The C.E.O. says he’s a “progressive warrior.” He voted for Hillary Clinton (and is supporting Joe Biden this year), has a doctorate in social theory from Goethe University in Frankfurt and describes himself as a “racially amorphous, far-left Jewish kid who’s also dyslexic.” His personal politics and intellectual pedigree — staffers call him “Dr. Karp” — deflect some criticism of Palantir’s work, and stand in contrast to Palantir’s chairman, the billionaire investor Peter Thiel, an early Trump supporter.

Palantir has two overarching ambitions, and that’s what brought Mr. Karp and Mr. Thiel together. The first is to keep the U.S. safe from terrorism, and the second is to use technology to balance public safety and civil liberties. In an interview, Mr. Thiel laid out the company’s philosophy, which doesn’t fit neatly along a simple left-right political spectrum:

With a black marker, he drew a graph. At the end of one axis he wrote “Dick Cheney” and at the other end he wrote “A.C.L.U.” Cheney, he explained, represented “lots of security and no privacy” while the A.C.L.U. was “lots of privacy but little security.” Post 9/11, Thiel said, it seemed inevitable that the Cheney view would prevail. He then drew another axis, this one with “low-tech” at one end and “high-tech” at the other. “Low-tech” was a catchall for crude, highly intrusive technology. “High-tech,” he said, was more effective but also less invasive. Thiel’s fear was that we would end up with a combination of low-tech and Cheney, in which case civil liberties would likely be crushed.

The full magazine story is worth your time, a deep dive into the players behind one of Silicon Valley’s most distinctive companies. It includes a narrated audio version.

The Times’s Emily Flitter has reported about the racial profiling that many Black Americans face while banking. Now, Senate Democrats have introduced legislation they say closes a federal loophole that allows banks to get away with discrimination.

It’s hard for victims of racial profiling to win cases against banks. Courts have ruled that the 1964 Civil Rights Act prohibiting discrimination applies only to industries it specifically lists, like movie theaters, restaurants and hotels. The Senate bill says “all persons shall be entitled to the full and equal enjoyment of the goods, services, facilities, privileges and accommodations of financial institutions.” House Democrats plan introduce a complementary version of the bill.

  • “Democrats on the Senate Banking Committee have been keeping a close eye on the Trump administration’s various efforts to roll back anti-discrimination rules, but they weren’t focused on this loophole,” Emily tells DealBook. “It is an issue that is best known to the lawyers who handle cases for people who experience discrimination at bank branches.”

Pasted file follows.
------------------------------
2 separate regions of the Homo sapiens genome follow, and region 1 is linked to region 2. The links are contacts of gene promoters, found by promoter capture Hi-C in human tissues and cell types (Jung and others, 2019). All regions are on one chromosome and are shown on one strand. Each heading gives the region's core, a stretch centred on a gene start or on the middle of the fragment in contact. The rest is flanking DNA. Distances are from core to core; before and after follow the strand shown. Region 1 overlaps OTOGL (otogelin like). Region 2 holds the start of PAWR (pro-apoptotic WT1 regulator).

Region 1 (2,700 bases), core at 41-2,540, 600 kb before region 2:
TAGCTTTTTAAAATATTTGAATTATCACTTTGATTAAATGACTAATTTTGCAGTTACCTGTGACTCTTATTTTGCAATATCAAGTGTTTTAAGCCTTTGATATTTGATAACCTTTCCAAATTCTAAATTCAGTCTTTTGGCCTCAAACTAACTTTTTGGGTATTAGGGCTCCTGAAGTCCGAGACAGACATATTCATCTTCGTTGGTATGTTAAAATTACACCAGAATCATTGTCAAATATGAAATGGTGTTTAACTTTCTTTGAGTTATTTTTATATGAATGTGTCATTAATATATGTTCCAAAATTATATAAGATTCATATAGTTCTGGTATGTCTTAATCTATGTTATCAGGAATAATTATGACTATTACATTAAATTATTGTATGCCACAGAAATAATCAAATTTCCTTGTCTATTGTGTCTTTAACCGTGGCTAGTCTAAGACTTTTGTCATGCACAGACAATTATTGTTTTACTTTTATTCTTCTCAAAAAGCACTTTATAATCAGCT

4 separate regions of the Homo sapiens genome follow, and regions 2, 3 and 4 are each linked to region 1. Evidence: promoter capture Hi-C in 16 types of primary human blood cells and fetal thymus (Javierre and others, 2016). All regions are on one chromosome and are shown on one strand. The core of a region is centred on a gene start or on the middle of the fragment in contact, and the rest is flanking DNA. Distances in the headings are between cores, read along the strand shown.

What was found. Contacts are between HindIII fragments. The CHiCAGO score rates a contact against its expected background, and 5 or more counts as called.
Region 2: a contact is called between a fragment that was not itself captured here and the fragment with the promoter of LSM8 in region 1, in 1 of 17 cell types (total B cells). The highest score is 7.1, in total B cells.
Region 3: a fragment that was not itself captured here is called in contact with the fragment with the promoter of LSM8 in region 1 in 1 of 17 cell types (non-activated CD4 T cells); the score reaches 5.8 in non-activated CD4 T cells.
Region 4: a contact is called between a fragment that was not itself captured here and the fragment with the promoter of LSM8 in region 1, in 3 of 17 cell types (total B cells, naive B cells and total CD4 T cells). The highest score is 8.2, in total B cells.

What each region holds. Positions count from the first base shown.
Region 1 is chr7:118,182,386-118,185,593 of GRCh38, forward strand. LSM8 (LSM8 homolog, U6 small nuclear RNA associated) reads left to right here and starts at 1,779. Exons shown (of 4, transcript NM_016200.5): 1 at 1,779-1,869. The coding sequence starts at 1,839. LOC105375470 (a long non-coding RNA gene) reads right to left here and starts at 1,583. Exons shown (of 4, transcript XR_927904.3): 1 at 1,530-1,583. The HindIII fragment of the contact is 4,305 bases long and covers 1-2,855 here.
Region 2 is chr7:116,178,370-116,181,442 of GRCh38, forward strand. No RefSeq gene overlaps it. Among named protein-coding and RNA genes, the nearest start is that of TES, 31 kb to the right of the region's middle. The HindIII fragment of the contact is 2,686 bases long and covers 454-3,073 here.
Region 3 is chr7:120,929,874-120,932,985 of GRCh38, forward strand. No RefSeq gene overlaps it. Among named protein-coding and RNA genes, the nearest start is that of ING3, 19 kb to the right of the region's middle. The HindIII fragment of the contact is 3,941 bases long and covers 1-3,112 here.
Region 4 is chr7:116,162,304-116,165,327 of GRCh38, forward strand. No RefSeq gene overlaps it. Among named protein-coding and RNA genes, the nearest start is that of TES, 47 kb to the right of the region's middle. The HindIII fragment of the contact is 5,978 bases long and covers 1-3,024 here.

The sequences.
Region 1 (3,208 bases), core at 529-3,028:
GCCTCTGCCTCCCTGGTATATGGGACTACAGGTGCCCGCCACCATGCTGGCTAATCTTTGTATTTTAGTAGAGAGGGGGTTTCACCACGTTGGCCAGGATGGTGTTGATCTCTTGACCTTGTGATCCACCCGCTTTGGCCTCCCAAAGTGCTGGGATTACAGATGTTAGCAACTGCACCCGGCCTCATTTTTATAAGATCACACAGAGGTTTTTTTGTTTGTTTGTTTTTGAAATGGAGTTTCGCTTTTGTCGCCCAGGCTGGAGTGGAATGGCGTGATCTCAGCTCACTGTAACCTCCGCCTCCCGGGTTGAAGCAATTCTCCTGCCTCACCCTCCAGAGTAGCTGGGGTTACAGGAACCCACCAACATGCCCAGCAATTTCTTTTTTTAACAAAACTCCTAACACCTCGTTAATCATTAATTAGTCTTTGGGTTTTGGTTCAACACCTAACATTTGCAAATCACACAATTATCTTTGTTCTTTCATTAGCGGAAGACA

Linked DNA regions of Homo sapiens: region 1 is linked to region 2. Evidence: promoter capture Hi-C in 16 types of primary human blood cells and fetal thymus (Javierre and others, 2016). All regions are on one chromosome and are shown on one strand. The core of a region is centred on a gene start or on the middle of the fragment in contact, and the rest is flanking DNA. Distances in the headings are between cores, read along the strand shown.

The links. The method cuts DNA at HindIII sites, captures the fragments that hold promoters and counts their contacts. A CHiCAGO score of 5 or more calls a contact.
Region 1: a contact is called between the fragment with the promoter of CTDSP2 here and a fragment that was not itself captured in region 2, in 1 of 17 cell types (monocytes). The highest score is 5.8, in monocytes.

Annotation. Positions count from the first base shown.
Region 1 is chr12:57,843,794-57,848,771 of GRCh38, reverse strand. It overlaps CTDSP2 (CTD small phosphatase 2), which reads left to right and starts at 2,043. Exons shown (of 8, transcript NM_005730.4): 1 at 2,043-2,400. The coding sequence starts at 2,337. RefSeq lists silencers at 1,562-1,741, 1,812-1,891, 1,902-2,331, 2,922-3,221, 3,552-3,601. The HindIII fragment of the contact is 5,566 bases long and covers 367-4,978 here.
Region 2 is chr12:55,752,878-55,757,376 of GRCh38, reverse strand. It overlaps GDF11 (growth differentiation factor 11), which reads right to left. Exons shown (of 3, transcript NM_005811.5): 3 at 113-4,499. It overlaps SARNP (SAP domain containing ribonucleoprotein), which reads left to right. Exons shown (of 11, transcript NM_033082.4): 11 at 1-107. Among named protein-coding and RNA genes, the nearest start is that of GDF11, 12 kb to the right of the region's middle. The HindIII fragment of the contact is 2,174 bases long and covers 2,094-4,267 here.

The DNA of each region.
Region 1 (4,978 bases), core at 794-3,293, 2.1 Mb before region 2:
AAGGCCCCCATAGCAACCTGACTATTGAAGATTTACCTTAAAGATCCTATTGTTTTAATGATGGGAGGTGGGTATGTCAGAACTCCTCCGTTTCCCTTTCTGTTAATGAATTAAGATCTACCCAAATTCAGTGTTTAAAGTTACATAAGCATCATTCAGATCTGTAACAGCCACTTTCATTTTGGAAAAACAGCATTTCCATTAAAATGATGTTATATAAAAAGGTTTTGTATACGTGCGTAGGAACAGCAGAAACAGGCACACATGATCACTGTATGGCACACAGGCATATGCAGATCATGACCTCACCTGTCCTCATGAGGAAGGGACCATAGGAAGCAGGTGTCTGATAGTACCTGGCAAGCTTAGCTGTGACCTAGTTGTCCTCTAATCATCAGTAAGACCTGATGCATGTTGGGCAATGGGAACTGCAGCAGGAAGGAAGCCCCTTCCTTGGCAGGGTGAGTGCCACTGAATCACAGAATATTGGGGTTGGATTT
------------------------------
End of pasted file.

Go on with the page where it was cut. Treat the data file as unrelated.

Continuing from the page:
Lawyers aren’t sure the bill goes far enough. Emily reached out to Chezky Rodal, a lawyer in Florida who handles many cases brought by Black bank customers. Based on a summary, the bill might not help his clients, he said, because it doesn’t contain a “civil liability statute” that allows customers who have been wronged to seek damages. “I’m disappointed because I’ve seen so much over the last few months, so much lip service,” Mr. Rodal said. “We had the opportunity to do something real and we didn’t.”


  • Paul Singer’s Elliott Management is moving its headquarters to Florida. (Bloomberg)

  • Why Wall Street is eager to plow money into electric-car start-ups with zero sales. (WSJ)

  • The European Union’s first batch of coronavirus bonds was heavily oversubscribed, a sign of demand for alternatives to U.S. Treasuries. (NYT)

Politics and policy

  • Iran and Russia obtained American voter registration data and are seeking to influence the election by sending threatening emails, U.S. officials said. (NYT)

  • Amtrak warned that it would have to lay off employees and halt infrastructure improvements if it did not receive $2.8 billion in emergency funds by December. (NYT)


  • Tesla reported its fifth straight quarterly profit, but analysts see indications that sales are slowing. (NYT)

  • Airbnb has hired Jony Ive, Apple’s former design chief, as a consultant on new products and services. (CNBC)

Best of the rest

  • Tens of thousands of furloughed flight attendants are wondering when — or if — they’ll fly again. (NYT).

  • Boeing is considering a new plane model. (WSJ)

  • Why “Rudy Giuliani” and “Borat” are being mentioned in the same sentence. (NYT)

We’d like your feedback! Please email thoughts and suggestions to dealbook@nytimes.com.


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U.S. Weekly Jobless Claims Expected to Remain High: Live Updates



Families at a food bank in Vallejo, Calif., on Wednesday. Every week, more Americans join the ranks of the long-term unemployed — those out of work for more than 27 weeks.
Credit…Sarahbeth Maney for The New York Times

The latest evidence of stress in the labor market will come Thursday at 8:30 a.m. when the government releases its weekly report on unemployment claims.

Wall Street analysts surveyed by Bloomberg expect new state claims to remain above 800,000, an extraordinary high level in past recessions but a floor rather than a ceiling in this one. Hundreds of thousands of other claims will be filed under federal pandemic unemployment insurance programs.

The Labor Department’s report comes as coronavirus cases are again surging in the United States and as a second round of federal relief faces opposition from Senate Republicans over a possible $2 trillion price tag.

“For a long time, individuals, investors, and corporate leaders were expecting some kind of extension of federal aid,” said Kathy Bostjancic, chief U.S. financial economist at Oxford Economics. “I do think many households will begin to feel the pinch because of the lack of fiscal stimulus.”